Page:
Tuesday, April 29, 2008

We're Not Bad Kids!

Dear Reader,

It's funny when you think about everything we had to go through to get to this point. We're adults now, seemingly capable of managing our own lives. So why is it that at the age of 24, each time we screw up noticeably, it's like we're right back on daddy's lap, getting a spanking?

As if the spanking isn't bad enough, we get that look of utter disgust and disappointment. And for a few of us special ones, we even get the pudgy after-faces that come from having cried about what a disappointment we turned out to be.

Sex, drugs, and alcohol! Those were the things we were told to stay away from. And did we listen? Heck yes we did! We got good grades in school, we brought home trophies and awards, we participated in extra curricular activities (albeit mindful of our parents' schedules). We were stellar. Heck, most of my friends have never even jokingly held a cigarette between their fingers, much less smoked or even seen weed. And now that we've grown up, the days of worshiping mommy and daddy are gone...

We're overwhelmed with guilt about how badly we just don't want to be like our parents wanted us to be. There was no official pressure to be anything, really. But now that we are who we are... we're bad kids.

It's a bit of a secret, but about 9 months ago I came out to my parents (I don't talk about it much because they've begged me not to). The L word was too difficult for me to say, so the best I could muster up was "I'm not attracted to men." What a Glorious line! I think the words "I'm not" must have come out of my mouth at least a hundred times before the words "attracted to men" followed once and ended with silence. As traumatizing as the experience was for me, my trauma was nothing in comparison to what my parents are still going through. In the flash of a moment, everything I had accomplished by the age of 23, all the respect they had the humbleness to show me, was gone. Sure, they said things like "We still love you" and "this doesn't make you a bad person" but they've not once looked at me the same way again. That's not all, it got a lot worse than a couple comforting lines... but I'll leave that for another post.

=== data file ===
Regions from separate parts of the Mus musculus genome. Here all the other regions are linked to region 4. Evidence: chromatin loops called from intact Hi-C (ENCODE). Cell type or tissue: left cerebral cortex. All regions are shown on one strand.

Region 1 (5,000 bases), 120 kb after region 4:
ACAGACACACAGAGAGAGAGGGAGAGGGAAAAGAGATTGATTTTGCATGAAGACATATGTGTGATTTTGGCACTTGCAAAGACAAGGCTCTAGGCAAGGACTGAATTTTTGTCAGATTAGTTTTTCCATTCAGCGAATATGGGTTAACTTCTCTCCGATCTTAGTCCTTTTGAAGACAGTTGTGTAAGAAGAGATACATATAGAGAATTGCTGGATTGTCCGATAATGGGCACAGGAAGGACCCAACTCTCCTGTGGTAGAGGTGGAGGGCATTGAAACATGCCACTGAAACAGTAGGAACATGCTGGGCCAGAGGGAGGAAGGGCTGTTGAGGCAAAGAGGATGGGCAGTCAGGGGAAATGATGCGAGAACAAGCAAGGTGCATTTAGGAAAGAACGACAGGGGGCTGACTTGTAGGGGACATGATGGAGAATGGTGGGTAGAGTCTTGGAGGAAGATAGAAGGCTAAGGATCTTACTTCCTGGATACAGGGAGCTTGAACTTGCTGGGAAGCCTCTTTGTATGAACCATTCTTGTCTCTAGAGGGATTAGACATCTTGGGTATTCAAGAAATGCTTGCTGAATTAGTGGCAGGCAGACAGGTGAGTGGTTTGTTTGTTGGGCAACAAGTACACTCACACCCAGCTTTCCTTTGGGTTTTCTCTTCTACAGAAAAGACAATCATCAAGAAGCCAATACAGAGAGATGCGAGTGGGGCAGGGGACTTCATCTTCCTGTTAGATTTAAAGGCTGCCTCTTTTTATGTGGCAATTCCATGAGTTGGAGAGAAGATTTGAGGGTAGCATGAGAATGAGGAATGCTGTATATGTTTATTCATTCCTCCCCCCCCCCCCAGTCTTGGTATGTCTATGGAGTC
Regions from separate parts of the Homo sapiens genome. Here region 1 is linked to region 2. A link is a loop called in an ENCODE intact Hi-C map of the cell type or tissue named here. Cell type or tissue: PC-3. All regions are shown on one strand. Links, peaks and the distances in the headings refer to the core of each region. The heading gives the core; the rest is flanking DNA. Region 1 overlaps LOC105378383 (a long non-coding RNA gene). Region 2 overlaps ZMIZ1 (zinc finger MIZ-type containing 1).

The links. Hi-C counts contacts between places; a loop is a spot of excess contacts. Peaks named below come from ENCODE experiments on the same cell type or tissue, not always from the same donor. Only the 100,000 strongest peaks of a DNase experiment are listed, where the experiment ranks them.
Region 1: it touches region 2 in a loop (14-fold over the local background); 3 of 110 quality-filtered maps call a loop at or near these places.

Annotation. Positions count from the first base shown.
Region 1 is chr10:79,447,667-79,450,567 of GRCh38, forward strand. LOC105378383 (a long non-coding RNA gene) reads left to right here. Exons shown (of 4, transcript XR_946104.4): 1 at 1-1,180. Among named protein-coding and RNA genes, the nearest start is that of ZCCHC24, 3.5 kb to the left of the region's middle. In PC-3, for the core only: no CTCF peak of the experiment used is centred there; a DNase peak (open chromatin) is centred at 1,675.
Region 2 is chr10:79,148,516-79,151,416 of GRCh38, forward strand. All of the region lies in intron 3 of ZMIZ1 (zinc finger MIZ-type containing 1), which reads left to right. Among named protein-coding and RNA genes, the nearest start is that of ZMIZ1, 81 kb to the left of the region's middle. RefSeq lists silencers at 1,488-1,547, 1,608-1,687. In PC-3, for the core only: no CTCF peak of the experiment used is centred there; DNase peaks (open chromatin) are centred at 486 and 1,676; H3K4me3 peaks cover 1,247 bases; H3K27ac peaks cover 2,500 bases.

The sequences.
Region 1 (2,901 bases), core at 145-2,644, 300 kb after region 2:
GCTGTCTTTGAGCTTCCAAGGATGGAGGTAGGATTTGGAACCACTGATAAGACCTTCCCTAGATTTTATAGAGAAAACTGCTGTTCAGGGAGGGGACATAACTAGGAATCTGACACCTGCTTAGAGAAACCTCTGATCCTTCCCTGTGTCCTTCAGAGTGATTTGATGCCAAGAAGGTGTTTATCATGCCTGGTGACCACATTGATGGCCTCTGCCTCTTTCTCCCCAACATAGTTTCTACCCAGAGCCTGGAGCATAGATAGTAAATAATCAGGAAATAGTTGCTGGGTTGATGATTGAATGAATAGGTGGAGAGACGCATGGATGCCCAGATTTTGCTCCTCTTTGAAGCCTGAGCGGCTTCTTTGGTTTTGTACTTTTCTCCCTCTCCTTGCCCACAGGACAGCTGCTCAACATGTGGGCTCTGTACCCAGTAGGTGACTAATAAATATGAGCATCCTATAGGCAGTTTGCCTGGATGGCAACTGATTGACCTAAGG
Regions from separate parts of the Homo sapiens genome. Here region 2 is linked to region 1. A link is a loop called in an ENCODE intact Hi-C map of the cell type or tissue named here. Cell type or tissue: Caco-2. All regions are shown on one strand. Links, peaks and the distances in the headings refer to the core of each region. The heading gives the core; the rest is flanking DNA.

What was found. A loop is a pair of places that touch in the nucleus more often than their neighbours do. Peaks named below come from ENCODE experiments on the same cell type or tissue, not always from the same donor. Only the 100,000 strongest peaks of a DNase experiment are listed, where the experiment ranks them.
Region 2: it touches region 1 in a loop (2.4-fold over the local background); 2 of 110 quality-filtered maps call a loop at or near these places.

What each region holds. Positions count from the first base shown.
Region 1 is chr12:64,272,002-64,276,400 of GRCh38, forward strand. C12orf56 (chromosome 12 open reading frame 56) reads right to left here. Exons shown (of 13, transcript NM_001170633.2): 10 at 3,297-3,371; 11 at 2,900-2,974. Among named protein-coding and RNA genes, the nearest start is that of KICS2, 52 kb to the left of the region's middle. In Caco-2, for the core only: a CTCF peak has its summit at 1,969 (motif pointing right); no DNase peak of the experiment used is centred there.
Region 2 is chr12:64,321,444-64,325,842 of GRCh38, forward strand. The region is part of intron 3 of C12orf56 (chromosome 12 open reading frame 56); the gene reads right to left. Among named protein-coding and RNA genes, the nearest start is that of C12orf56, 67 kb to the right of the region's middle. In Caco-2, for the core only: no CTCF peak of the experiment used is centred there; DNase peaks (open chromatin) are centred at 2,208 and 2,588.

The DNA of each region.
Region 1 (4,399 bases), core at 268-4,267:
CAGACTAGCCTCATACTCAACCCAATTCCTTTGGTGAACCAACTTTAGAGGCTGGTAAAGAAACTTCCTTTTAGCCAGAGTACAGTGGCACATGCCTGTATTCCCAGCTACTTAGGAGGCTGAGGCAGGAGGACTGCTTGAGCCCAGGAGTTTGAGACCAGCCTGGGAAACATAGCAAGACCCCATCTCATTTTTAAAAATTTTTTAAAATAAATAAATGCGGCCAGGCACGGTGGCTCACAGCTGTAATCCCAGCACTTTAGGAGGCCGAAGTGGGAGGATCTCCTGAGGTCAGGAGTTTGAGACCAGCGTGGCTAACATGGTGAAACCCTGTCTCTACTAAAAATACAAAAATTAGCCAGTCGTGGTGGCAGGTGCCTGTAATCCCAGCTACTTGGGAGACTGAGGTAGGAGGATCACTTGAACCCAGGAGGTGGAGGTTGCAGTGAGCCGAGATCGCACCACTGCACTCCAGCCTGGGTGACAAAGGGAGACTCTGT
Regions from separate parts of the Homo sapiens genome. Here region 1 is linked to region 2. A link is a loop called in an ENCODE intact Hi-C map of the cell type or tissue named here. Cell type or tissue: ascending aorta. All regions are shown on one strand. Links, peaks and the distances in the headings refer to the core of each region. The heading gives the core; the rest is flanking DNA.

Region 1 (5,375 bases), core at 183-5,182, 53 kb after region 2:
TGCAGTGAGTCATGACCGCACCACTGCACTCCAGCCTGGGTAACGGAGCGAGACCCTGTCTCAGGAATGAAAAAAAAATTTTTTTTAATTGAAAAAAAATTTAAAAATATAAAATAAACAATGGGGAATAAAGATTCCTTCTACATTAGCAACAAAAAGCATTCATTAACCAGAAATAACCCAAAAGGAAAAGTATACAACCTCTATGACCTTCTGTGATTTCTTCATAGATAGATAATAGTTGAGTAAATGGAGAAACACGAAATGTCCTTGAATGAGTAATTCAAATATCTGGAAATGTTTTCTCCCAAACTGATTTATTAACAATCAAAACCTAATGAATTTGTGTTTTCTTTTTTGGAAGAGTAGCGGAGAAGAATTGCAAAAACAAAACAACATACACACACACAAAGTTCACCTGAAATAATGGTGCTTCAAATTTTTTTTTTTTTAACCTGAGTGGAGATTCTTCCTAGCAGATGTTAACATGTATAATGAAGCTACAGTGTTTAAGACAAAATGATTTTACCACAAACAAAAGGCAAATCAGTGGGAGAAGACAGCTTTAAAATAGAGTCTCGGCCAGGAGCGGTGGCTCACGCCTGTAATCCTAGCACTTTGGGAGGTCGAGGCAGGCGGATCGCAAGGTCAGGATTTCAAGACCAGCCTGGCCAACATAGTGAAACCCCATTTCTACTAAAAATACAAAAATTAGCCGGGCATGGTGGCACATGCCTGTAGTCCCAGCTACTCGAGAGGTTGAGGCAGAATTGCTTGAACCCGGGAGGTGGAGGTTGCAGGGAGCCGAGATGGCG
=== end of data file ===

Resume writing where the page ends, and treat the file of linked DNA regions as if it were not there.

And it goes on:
By the Age of 20, I had been working for a Fortune 10 (not 500, not even 50, but 10!) company for over 3 years. Not to mention that by that point I was teaching ballroom dance, had written, directed, and enjoyed the production (handled by my now fiancee) of my own play. Might I add that I also had completed my BA from a prestigious 4-year university and with the commencement ceremony, I afforded my parents the greatest basket of bragging rights available. They were the "talk of the town" or at least our community. I had the family priest's blessing and all. But what good did that do me when I thought I was doing the right thing and decided to share the most honest piece of me with my parents? None. The words "Mom, Dad, I'm gay" never really came out of my mouth. And the load that everyone thought was magically lifted in the moment I finally said "I'm not attracted to men" was never lifted. It was quadrupled on my chest. Basket of bragging rights in ashes, I'm now the black sheep. And my sister, who otherwise could have cared less about being loved and accepted by our ever-judgemental family and community is now our parents' hope chest. I am now, the bad kid...